Leo Strauss’s Contempt and Alexandre Kojève’s Movement

Who won this debate (On Tyranny, by Leo Strauss and Alexandre Kojève), Leo Strauss or Alexandre Kojève? Upon first glance it would look as though Strauss won (albeit posthumously) by landing philosopher kings in the White House and Presidential Cabinet; philosopher kings who refused to bend to popular will and love, but who instead set their sights on the only prize for which a tyrant can hope: respect by one’s subjects and fear among one’s enemies (On Tyranny). Personal isolation and loneliness is the price the tyrant must be willing to pay for doing not what is good, but what is expedient. Nor did these philosopher kings draw back from the test of lying outright to their subjects; for to tell the truth, to speak openly and frankly could not only suggest that they wanted to be understood and appreciated by their subjects, but even more to the point it could suggest that they naively believed that their subjects were capable of understanding their rationale, which, of course, they could not.

Yet, upon further examination, it could appear as though Kojève was the victor. After all, had not Strauss argued that it was impossible for the philosopher—the lover of wisdom—to become a tyrant because, in tyrannical rule the tyrant would have to abandon his love of wisdom? It was Kojève who had objected to this line of reasoning, asserting that it had been and would continue to be in the contest between master and slave, between tyrant and public, that a history would take shape that would benefit both master and slave; and that it was in the embrace of this dynamic contest for recognition, in the embrace of the wisdom it contained, that the tyrant needed to recognize his own wisdom. Moreover, it had been Kojève who had faulted Strauss for his self-imposed arm-chair isolation from this struggle, a struggle in which all would come eventually to recognize all others in the universal, homogeneous state of humanity. In their fearless promotion of deregulation, privatization and globalization—in their stoic confrontation with the Professional Air Traffic Controllers Organization (PATCO), their militant transfer of wealth up the income scale and transfer of the tax burden down the income scale, and their confrontation with the Evil Empire—these Kojèvean revolutionaries set history once again in motion, drawing in their train all those millions of foot soldiers who, in 1989, would take one more step toward the universal, homogeneous state.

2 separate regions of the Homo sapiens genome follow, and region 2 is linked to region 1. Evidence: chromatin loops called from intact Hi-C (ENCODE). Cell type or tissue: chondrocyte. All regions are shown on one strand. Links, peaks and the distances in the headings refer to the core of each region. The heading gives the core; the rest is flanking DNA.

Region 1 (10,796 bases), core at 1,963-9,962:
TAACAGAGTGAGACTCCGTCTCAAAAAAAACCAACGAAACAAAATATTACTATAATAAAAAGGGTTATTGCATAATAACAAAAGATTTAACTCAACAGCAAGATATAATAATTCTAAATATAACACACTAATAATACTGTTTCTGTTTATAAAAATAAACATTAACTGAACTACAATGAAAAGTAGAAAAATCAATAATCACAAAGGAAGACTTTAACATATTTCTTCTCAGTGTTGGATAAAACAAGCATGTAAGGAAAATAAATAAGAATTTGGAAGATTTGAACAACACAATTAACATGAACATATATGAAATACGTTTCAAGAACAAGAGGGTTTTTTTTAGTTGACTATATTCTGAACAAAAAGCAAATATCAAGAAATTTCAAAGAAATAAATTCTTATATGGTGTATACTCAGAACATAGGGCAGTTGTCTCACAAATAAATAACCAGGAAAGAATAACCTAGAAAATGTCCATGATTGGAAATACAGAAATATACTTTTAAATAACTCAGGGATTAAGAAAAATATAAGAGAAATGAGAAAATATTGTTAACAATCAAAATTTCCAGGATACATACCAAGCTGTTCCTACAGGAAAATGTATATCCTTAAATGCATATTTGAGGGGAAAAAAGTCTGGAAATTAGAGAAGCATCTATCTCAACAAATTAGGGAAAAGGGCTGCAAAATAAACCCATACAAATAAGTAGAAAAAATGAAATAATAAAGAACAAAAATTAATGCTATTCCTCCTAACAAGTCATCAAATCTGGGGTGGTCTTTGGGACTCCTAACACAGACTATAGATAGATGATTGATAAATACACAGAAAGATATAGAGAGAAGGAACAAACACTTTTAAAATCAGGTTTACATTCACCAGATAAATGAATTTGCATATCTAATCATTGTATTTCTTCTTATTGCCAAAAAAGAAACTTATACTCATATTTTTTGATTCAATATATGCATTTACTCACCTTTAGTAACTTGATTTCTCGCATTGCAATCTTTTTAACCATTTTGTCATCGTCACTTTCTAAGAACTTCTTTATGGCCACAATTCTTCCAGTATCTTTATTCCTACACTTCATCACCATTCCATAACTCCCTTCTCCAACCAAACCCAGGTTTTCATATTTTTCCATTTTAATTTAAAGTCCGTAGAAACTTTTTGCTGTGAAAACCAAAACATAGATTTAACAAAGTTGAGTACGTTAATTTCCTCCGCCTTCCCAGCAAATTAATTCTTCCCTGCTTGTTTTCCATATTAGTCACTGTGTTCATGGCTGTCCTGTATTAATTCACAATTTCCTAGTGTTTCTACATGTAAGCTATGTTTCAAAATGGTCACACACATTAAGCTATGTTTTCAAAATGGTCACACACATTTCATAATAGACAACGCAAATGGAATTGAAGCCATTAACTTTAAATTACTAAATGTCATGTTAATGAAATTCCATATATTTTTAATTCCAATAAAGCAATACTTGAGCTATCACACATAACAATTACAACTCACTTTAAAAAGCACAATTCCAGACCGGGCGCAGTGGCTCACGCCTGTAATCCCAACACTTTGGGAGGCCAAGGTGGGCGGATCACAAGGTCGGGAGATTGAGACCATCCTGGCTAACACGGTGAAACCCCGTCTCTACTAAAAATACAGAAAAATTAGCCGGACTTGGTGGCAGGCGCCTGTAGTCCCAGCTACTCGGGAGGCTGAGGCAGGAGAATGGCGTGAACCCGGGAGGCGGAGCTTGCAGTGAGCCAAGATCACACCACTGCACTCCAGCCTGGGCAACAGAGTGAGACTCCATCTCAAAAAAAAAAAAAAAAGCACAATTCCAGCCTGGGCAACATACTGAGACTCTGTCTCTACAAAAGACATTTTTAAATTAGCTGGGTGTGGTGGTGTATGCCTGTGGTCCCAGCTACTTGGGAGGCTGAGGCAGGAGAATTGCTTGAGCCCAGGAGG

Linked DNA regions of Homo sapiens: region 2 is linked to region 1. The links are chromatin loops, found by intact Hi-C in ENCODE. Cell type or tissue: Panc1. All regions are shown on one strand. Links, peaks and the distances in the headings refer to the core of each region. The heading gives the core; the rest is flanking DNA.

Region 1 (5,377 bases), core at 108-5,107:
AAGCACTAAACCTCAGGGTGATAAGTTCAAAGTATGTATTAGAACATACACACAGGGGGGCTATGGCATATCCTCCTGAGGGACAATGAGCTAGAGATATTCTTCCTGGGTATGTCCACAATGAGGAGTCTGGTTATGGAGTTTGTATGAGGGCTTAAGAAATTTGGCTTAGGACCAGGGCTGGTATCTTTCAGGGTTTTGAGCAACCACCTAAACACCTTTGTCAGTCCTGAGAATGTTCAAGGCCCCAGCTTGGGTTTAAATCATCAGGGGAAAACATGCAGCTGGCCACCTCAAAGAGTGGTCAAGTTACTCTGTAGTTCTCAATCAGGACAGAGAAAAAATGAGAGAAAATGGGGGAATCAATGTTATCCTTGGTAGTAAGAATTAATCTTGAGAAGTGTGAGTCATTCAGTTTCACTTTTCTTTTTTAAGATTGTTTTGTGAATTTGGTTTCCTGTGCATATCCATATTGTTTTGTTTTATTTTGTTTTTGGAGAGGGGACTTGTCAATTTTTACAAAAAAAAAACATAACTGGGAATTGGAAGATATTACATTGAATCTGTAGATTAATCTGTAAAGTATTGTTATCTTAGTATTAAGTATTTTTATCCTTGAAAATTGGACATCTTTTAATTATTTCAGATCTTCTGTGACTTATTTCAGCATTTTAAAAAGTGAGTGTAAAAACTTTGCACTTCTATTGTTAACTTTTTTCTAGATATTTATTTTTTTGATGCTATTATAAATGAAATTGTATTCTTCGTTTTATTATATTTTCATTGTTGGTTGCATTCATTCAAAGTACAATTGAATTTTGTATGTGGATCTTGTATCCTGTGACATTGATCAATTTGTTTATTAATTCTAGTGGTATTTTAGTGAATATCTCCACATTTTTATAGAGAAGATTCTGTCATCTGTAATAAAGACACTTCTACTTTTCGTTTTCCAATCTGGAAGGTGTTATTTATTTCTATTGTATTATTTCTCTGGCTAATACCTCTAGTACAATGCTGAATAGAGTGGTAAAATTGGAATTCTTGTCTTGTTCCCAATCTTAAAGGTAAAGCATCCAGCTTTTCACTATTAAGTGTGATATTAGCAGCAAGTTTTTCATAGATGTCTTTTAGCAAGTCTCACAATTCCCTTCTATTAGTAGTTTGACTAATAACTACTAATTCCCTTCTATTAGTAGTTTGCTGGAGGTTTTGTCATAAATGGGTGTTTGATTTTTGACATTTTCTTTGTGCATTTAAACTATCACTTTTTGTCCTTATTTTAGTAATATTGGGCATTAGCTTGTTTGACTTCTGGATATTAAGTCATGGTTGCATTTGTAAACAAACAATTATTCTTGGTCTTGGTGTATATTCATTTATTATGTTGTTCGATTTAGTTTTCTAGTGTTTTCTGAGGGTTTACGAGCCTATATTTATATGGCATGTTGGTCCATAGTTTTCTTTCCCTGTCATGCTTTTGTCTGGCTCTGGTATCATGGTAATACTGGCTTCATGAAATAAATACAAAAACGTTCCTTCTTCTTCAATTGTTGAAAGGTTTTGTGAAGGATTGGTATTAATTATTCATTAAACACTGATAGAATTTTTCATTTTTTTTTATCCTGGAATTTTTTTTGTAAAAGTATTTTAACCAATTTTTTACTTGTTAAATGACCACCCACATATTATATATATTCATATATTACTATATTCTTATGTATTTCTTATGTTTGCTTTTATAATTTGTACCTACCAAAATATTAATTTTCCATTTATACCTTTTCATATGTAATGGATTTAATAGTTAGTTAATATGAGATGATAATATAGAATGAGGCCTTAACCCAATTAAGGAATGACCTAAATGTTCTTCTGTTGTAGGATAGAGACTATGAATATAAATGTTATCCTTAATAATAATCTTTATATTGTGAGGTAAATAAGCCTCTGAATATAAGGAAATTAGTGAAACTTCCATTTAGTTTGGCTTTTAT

Ultimately, however, it was the combination of these two, the boisterous, impetuous, and violent philosopher-revolutionary, and the secretive, contemptuous, and contemplative king that composed the new, militantly anti-republican, regime. For, if the essence of republican institutions and ideals is the embrace as citizens of all those who are healthy, wealthy, and wise under laws that protect the common wealth, then there can be little doubt but that the Kojèvean revolutionaries slammed and locked all of the doors through which the common man might have passed on his way to full citizenship. But it is also certain therefore that the disdainful contempt Strauss’s philosopher kings displayed toward these miscreants who formed their political base were the direct and indirect creations of the very revolution Kojève’s revolutionaries had set in motion. So that when Karl Rove described the evangelical republican base as a bunch of “nuts,” he does not thereby mean to suggest that either he or his sovereign are prepared to abandon these subjects, much less the realm they compose. Far from it. Rather, he means that they are now finally and fully the kinds of subjects worthy of a sovereign who disdains them and who therefore can fully rely upon their support without respect to the merits of the sovereign’s actions. In other words, their respect for their sovereign is now based not on their having wrestled with or understood his policies or actions (which, of course, they are too poorly born and bred to understand). Their respect for their sovereign is now based solely upon a respect for his person.

Ironically, then, both Kojève and Strauss won. Kojève won by helping inspire a universal, global, homogeneous revolution among the slaves against their masters. But Strauss also won. For it was Strauss who showed the philosopher kings how to stoically, if contemptuously, govern these slaves in a manner worthy of their lowly estate.

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